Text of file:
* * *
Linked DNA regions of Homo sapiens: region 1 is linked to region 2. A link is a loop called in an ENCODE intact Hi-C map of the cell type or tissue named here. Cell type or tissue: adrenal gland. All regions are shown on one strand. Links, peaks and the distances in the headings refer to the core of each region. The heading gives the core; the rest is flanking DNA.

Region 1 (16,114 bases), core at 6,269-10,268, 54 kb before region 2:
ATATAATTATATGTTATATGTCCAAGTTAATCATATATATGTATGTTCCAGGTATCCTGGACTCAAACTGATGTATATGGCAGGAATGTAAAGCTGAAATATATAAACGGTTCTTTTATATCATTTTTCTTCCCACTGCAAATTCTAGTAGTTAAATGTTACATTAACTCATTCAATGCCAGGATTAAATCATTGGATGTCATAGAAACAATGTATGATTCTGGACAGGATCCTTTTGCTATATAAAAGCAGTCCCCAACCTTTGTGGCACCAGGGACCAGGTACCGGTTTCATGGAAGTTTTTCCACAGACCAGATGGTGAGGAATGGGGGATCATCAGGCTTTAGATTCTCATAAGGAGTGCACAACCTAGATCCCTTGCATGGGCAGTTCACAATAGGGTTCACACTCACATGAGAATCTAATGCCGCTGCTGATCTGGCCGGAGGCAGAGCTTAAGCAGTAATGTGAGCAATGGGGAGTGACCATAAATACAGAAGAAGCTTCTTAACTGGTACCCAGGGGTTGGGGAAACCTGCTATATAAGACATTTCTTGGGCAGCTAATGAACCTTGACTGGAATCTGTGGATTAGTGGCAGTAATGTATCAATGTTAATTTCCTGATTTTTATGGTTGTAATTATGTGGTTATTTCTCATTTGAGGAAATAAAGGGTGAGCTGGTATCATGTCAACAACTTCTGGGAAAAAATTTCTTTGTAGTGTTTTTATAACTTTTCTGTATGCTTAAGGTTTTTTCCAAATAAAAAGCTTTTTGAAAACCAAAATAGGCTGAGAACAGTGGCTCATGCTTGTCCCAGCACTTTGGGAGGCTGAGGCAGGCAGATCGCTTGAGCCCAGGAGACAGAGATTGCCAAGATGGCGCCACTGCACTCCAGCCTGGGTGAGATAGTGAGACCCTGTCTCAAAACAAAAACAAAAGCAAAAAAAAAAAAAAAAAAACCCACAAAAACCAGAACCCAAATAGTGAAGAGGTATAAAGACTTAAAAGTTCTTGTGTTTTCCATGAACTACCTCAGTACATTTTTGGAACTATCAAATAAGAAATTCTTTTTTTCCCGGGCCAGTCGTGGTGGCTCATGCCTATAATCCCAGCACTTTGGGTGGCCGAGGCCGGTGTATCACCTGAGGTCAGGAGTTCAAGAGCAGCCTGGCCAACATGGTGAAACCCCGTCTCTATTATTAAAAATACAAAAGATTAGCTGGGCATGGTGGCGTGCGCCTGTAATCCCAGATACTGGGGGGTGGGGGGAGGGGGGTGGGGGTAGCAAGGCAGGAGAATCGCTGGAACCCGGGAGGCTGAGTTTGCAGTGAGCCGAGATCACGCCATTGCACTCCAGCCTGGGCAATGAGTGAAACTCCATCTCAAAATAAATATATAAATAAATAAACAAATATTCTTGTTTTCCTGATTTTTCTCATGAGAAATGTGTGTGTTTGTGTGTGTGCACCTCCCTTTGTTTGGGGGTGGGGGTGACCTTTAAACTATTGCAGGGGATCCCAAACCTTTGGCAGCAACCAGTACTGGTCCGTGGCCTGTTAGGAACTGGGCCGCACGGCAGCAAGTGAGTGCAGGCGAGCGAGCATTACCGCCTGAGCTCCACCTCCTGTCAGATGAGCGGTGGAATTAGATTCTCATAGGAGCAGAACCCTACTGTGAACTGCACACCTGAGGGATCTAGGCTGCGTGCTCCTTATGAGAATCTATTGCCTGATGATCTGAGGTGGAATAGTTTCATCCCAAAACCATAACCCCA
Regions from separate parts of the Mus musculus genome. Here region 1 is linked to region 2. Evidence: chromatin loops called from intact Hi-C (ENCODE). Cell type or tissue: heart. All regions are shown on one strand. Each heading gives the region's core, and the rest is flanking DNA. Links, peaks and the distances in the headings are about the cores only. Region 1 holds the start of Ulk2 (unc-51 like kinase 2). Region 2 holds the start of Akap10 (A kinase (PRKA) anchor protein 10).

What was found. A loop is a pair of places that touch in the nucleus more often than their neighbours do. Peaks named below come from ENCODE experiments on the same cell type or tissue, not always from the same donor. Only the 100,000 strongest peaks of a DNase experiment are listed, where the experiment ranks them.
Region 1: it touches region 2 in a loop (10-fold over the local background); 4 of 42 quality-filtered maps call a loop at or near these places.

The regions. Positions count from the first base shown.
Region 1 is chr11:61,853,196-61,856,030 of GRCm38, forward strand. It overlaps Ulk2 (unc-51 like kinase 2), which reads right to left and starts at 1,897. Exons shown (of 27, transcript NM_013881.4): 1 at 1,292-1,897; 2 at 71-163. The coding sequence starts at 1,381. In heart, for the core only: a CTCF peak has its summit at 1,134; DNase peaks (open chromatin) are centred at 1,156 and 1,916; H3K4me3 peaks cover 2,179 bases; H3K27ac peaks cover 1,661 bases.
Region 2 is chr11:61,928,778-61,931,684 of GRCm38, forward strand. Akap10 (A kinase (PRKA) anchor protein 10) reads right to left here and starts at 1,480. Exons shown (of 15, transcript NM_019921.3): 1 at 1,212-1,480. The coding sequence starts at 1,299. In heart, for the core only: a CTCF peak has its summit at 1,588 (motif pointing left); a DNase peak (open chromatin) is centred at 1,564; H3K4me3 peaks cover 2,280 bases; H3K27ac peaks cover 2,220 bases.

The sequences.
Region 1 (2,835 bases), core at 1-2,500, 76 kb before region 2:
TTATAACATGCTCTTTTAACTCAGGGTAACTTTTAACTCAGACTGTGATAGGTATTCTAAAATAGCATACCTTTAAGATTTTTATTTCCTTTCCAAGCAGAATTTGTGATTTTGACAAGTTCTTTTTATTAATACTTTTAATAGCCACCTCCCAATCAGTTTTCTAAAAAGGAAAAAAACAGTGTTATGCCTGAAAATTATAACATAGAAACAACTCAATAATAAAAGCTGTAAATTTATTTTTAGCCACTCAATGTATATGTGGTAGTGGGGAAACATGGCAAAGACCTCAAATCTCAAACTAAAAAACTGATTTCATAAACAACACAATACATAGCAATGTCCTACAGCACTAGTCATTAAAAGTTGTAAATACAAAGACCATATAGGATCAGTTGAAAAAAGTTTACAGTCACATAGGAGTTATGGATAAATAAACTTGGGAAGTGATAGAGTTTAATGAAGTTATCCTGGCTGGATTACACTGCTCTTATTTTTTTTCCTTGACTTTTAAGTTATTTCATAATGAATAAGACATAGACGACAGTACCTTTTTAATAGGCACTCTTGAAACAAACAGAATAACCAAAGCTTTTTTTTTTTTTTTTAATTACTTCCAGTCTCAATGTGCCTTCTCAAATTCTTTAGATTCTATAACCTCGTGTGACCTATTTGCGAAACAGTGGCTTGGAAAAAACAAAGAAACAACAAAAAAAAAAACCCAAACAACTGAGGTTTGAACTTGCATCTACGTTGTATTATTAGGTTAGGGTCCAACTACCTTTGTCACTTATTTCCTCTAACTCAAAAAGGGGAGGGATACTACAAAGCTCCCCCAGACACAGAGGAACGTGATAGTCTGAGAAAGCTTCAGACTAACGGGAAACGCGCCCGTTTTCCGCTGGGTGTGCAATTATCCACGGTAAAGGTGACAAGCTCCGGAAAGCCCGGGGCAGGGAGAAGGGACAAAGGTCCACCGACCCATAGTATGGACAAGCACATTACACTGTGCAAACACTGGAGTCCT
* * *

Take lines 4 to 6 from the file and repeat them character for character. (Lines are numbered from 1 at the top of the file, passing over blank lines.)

Regions from separate parts of the Mus musculus genome. Here region 1 is linked to region 2. Evidence: chromatin loops called from intact Hi-C (ENCODE). Cell type or tissue: heart. All regions are shown on one strand. Each heading gives the region's core, and the rest is flanking DNA. Links, peaks and the distances in the headings are about the cores only. Region 1 holds the start of Ulk2 (unc-51 like kinase 2). Region 2 holds the start of Akap10 (A kinase (PRKA) anchor protein 10).

What was found. A loop is a pair of places that touch in the nucleus more often than their neighbours do. Peaks named below come from ENCODE experiments on the same cell type or tissue, not always from the same donor. Only the 100,000 strongest peaks of a DNase experiment are listed, where the experiment ranks them.
Region 1: it touches region 2 in a loop (10-fold over the local background); 4 of 42 quality-filtered maps call a loop at or near these places.